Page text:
Celladon Announces Initiation of Clinical Trial to Investigate MYDICAR in Patients With Heart Failure and a LVAD
August 13, 2014 — Celladon Corp. announced that the first patient has been dosed in a clinical trial titled "Investigation of the Safety and Feasibility of AAV1/SERCA2a Gene Transfer in Patients with Heart Failure and a Left Ventricular Assist Device (LVAD)," which is designed to assess the potential utility of MYDICAR in advanced heart failure patients whose hearts are being supported by LVADs. This trial is partially funded by the British Heart Foundation and sponsored by Imperial College London.
"The initiation of this trial highlights the potential for MYDICAR to positively impact a wide range of cardiovascular conditions," said Krisztina Zsebo, Ph.D., chief executive officer of Celladon. "The LVAD patient population has exhausted existing pharmaceutical and device treatment options. We believe MYDICAR may serve as a valuable, and much needed, new treatment modality for these very advanced heart failure patients."
Dr. Alex Lyon, the trial's lead investigator from Imperial College London's National Heart and Lung Institute and honorary consultant cardiologist at Royal Brompton & Harefield NHS Foundation Trust, said, "This is the first time patients with heart failure and LVADS have received cardiac gene therapy. We will be evaluating safety in this new patient group and signals of benefit on heart function, given they are a patient group in need of new treatment options. Uniquely, we will be taking a heart muscle biopsy from each patient to measure the levels of treatment gene DNA delivered to their heart, and whether the presence of AAV neutralizing antibodies interferes with the efficiency of gene delivery. We hope our trial will provide important new information to guide the development of cardiac gene therapy as a new treatment paradigm for our patients with heart failure, including those with LVADs."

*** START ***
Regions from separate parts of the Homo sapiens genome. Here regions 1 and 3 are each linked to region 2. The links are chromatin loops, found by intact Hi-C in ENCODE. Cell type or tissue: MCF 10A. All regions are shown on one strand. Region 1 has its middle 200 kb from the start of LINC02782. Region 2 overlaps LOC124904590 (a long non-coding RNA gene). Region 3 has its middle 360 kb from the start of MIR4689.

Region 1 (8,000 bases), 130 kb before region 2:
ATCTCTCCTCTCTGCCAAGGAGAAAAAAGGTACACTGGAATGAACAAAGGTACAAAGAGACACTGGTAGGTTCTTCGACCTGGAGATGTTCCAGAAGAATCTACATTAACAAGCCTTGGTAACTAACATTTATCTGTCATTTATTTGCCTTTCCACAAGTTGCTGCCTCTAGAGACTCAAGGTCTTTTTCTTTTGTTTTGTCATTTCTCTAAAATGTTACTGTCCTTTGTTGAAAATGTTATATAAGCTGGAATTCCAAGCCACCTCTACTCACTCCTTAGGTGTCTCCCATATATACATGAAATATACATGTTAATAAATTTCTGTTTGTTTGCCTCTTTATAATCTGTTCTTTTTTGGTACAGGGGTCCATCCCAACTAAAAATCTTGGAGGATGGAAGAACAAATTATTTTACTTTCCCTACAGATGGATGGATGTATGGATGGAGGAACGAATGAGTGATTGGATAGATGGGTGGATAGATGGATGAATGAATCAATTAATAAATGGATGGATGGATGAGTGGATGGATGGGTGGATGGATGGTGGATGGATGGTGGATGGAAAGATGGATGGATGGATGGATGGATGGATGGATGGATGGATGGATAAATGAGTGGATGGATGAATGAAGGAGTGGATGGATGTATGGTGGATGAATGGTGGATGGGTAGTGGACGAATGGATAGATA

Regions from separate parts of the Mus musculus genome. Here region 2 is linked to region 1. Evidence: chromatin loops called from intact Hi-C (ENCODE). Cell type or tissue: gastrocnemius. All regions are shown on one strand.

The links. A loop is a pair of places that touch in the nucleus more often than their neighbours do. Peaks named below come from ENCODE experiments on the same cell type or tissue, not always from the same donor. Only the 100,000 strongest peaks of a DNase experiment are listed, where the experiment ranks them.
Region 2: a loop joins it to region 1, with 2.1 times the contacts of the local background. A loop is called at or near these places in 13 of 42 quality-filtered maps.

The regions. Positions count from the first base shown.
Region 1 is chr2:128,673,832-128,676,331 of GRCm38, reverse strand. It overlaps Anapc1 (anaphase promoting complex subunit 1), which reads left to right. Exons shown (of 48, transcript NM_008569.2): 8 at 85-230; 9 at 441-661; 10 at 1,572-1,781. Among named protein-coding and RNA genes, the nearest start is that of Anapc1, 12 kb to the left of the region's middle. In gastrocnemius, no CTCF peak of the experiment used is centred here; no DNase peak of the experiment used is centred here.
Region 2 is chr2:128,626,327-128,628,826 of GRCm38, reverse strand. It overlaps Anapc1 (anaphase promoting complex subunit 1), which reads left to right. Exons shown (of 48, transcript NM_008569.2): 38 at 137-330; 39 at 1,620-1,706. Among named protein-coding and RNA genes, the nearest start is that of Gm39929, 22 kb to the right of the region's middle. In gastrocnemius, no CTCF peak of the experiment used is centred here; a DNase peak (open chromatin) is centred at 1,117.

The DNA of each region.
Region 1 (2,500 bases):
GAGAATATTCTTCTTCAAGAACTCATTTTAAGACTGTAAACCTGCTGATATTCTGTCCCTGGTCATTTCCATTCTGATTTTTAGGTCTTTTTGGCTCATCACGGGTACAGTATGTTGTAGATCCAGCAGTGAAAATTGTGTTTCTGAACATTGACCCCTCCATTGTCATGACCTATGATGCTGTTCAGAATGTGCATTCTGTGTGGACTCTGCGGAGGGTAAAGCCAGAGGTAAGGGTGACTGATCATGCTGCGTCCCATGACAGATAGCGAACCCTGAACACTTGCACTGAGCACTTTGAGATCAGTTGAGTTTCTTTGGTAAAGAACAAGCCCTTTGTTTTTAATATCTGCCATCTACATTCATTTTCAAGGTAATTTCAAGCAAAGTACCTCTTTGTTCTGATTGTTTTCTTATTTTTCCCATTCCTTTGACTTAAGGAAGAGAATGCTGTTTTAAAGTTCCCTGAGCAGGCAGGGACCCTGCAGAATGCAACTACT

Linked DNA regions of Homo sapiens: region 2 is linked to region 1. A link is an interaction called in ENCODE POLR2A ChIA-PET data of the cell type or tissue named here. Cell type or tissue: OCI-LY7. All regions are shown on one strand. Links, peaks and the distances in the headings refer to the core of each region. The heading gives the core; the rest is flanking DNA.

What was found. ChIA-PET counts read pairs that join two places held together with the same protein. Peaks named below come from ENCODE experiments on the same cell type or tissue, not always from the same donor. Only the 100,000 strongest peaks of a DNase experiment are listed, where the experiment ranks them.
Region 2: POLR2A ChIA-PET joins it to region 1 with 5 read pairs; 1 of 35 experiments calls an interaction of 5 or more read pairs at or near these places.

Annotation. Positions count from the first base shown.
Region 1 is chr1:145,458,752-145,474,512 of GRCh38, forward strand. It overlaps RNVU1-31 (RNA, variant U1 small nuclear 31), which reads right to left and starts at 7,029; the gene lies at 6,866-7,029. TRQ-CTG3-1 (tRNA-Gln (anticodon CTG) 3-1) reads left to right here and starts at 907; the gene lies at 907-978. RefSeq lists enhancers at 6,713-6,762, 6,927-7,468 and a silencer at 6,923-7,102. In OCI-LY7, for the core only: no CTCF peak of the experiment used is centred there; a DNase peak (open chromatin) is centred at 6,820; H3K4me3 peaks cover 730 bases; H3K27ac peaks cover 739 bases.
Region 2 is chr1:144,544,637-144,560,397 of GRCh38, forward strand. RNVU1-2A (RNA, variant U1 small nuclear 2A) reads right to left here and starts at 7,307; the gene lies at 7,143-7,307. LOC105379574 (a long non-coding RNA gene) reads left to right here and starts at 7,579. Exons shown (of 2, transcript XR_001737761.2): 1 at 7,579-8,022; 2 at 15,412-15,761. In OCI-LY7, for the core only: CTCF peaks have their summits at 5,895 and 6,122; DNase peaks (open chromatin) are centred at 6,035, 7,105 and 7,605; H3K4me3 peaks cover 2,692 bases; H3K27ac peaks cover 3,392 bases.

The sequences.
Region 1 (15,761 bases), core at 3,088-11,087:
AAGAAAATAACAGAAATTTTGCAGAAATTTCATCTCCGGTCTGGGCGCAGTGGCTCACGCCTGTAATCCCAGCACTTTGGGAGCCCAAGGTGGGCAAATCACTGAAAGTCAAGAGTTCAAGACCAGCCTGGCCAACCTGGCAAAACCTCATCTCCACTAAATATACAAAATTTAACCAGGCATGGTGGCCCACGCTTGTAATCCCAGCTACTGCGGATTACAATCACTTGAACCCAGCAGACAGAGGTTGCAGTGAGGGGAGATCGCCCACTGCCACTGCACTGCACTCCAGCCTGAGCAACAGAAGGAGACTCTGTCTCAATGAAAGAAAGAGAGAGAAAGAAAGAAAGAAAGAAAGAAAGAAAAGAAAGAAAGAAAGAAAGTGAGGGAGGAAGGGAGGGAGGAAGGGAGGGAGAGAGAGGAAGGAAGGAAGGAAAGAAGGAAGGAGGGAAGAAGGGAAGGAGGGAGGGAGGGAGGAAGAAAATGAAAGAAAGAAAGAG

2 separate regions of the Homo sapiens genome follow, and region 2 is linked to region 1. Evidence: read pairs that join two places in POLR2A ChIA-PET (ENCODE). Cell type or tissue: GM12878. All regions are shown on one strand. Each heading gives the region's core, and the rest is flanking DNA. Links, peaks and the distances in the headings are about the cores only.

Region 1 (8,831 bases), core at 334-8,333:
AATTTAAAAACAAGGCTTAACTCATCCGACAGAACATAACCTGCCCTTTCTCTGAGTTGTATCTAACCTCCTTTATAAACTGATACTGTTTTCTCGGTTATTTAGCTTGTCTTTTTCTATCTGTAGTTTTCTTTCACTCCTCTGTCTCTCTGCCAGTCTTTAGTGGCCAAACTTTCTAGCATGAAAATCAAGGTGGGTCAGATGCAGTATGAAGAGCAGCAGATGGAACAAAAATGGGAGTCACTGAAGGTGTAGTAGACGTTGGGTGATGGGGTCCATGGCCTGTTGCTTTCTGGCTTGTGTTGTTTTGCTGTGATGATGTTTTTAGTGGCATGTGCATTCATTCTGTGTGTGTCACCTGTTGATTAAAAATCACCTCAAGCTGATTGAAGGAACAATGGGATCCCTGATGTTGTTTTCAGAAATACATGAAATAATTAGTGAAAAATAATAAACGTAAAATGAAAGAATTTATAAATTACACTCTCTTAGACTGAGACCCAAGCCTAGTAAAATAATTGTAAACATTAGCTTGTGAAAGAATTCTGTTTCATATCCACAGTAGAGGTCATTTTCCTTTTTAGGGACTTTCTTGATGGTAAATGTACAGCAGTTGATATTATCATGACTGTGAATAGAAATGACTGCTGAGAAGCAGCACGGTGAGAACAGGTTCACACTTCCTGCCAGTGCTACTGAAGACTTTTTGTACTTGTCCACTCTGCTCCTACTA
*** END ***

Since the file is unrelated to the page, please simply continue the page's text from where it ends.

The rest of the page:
This proof-of-concept study is expected to evaluate 24 patients with varying levels of neutralizing antibodies to determine the safety and feasibility of using MYDICAR to treat advanced heart failure patients with LVADs, how well MYDICAR delivers the gene for SERCA2a to heart cells and the impact of circulating neutralizing antibodies to AAV1 on the ability of MYDICAR to deliver the SERCA2a gene to heart muscle cells. Of the patients enrolled in the study, 16 will be treated with MYDICAR and eight will be treated with placebo. Safety data and changes in heart function as assessed by tissue Doppler echocardiography, six-minute walk tests, cardiopulmonary exercise and metabolic stress tests will be collected and analyzed. In addition, as an exploratory sub-study, patients will be assessed to see whether their cardiac function improves enough to support being potentially weaned off their LVADs. Six months post-treatment, all patients will undergo a heart biopsy for collection of tissue to determine the presence of the SERCA2a gene.
Additionally, Celladon recently completed enrollment of a 250-patient Phase 2b CUPID2 clinical trial evaluating the efficacy of MYDICAR in reducing the frequency of, or delaying of, heart failure-related hospitalizations. This randomized, double blind, placebo-controlled, multinational trial is evaluating a single intracoronary infusion of high-dose MYDICAR versus placebo, added to a maximal, optimized heart failure regimen in patients with New York Heart Assn. (NYHA) class III or IV symptoms of chronic heart failure due to systolic dysfunction. The company has received Breakthrough Therapy designation from the U.S. Food and Drug Administration (FDA) for this program and expects to report results from this clinical trial in April 2015.
For more information: www.celladon.com